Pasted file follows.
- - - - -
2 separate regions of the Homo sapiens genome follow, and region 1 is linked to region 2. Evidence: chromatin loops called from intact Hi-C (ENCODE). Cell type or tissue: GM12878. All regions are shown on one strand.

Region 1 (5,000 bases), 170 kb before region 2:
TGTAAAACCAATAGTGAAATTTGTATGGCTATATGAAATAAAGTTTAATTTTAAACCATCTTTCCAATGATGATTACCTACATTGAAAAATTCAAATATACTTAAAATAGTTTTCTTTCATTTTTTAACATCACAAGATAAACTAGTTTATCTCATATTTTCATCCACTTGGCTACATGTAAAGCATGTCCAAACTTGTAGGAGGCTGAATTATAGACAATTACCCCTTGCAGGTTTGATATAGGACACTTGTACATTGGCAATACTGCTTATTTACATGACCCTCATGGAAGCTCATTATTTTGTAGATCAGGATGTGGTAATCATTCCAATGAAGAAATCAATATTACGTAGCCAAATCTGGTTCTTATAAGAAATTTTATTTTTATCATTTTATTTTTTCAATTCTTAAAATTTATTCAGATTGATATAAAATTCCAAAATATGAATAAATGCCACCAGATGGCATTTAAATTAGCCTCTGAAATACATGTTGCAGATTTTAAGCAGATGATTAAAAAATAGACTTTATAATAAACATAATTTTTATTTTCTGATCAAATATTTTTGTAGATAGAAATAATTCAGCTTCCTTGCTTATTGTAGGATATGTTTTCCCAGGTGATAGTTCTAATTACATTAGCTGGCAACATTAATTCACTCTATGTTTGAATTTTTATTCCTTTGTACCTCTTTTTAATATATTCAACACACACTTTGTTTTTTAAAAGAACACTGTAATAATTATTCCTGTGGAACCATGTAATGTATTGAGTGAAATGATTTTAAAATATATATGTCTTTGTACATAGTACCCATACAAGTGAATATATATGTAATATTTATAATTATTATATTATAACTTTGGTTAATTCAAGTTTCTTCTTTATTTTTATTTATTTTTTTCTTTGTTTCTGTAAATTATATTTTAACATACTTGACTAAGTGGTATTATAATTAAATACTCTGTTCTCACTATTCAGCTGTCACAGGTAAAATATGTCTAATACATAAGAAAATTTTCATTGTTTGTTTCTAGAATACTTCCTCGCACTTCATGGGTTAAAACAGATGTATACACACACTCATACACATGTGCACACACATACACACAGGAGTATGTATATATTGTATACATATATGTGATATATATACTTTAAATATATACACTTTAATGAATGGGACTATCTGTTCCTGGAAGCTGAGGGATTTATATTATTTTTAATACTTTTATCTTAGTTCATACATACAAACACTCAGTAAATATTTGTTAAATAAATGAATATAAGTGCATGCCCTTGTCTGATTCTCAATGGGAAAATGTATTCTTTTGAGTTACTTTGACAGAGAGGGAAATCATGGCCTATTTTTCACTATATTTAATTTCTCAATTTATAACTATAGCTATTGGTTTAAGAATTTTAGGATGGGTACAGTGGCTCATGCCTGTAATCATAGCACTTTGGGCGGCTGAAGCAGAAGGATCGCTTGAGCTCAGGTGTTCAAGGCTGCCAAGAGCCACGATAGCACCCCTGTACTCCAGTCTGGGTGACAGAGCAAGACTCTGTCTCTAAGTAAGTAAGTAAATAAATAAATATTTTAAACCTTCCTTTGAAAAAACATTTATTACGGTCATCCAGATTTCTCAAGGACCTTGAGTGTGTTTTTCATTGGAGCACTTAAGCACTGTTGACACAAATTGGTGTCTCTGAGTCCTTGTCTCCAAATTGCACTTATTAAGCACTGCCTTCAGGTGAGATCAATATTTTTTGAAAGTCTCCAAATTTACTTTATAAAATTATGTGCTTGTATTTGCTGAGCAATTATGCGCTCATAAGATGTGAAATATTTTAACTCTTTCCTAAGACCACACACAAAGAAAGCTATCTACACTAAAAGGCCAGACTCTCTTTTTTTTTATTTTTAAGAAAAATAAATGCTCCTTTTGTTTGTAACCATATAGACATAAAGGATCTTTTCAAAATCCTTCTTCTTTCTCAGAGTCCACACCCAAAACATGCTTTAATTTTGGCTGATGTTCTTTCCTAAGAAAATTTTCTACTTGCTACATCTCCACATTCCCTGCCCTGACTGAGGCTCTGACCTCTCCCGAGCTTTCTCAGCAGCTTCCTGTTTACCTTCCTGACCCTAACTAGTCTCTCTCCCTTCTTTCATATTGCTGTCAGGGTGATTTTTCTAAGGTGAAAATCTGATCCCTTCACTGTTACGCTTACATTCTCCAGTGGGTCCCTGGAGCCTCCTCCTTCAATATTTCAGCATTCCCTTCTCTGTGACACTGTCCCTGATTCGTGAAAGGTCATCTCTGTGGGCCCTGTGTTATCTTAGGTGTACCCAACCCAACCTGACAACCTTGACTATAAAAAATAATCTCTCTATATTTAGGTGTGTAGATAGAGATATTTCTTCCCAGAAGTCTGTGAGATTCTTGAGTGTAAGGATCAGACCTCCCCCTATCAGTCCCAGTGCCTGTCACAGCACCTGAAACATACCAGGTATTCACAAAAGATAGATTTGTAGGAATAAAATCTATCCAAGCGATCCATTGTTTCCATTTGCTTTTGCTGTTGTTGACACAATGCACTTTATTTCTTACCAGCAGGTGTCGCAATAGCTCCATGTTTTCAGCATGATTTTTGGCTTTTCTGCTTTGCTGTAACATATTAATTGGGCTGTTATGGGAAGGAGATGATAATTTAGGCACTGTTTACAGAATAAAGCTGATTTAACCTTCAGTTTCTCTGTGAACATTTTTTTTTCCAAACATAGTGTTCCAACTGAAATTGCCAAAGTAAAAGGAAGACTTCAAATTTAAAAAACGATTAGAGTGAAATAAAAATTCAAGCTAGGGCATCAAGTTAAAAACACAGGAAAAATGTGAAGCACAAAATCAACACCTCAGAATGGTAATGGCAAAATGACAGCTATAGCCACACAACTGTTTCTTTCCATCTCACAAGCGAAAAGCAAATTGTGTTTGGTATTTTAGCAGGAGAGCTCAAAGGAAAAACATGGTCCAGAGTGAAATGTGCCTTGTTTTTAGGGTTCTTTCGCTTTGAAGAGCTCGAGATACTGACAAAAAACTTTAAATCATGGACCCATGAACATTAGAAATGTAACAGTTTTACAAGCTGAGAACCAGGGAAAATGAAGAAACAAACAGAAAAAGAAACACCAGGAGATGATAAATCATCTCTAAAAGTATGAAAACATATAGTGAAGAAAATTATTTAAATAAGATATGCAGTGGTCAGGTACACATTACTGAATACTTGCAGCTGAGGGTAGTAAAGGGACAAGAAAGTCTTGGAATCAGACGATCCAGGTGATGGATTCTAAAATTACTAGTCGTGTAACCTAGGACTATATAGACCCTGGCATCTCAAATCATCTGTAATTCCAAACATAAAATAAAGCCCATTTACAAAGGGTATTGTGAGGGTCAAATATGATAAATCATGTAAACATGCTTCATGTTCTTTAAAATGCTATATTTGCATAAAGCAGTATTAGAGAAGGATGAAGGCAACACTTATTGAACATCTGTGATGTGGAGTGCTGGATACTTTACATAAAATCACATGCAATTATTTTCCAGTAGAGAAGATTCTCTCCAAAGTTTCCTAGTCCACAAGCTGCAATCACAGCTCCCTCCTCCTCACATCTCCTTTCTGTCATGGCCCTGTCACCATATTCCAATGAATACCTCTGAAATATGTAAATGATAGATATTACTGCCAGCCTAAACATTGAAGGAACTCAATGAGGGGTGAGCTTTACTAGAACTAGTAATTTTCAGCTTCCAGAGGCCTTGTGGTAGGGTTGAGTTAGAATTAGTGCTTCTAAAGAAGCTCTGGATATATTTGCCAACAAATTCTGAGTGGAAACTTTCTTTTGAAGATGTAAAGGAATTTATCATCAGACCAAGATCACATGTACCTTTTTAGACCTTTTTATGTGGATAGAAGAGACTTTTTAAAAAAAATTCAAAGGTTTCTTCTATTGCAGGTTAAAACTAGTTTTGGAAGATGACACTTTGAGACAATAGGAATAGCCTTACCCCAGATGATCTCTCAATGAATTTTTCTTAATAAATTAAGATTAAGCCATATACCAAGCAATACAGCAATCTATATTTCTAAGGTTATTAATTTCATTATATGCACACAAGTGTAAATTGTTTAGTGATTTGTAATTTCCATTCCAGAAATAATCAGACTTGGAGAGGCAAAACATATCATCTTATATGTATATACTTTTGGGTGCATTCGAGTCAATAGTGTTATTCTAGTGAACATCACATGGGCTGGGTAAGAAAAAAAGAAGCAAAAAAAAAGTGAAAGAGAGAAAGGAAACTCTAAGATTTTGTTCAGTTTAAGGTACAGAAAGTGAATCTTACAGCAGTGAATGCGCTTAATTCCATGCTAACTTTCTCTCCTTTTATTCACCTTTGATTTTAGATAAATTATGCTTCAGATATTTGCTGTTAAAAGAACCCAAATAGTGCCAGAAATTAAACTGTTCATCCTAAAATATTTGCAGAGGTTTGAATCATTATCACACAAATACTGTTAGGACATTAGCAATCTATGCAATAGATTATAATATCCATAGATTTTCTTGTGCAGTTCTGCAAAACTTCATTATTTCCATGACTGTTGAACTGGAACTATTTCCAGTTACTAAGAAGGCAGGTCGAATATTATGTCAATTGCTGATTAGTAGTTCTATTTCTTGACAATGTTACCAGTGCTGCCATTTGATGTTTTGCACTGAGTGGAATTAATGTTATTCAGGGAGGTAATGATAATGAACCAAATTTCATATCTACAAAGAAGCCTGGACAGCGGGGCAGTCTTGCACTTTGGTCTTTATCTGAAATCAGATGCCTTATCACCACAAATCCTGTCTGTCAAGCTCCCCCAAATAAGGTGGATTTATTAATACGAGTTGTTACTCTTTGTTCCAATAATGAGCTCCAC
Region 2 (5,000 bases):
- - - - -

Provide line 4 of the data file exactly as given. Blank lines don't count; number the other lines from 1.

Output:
Region 2 (5,000 bases):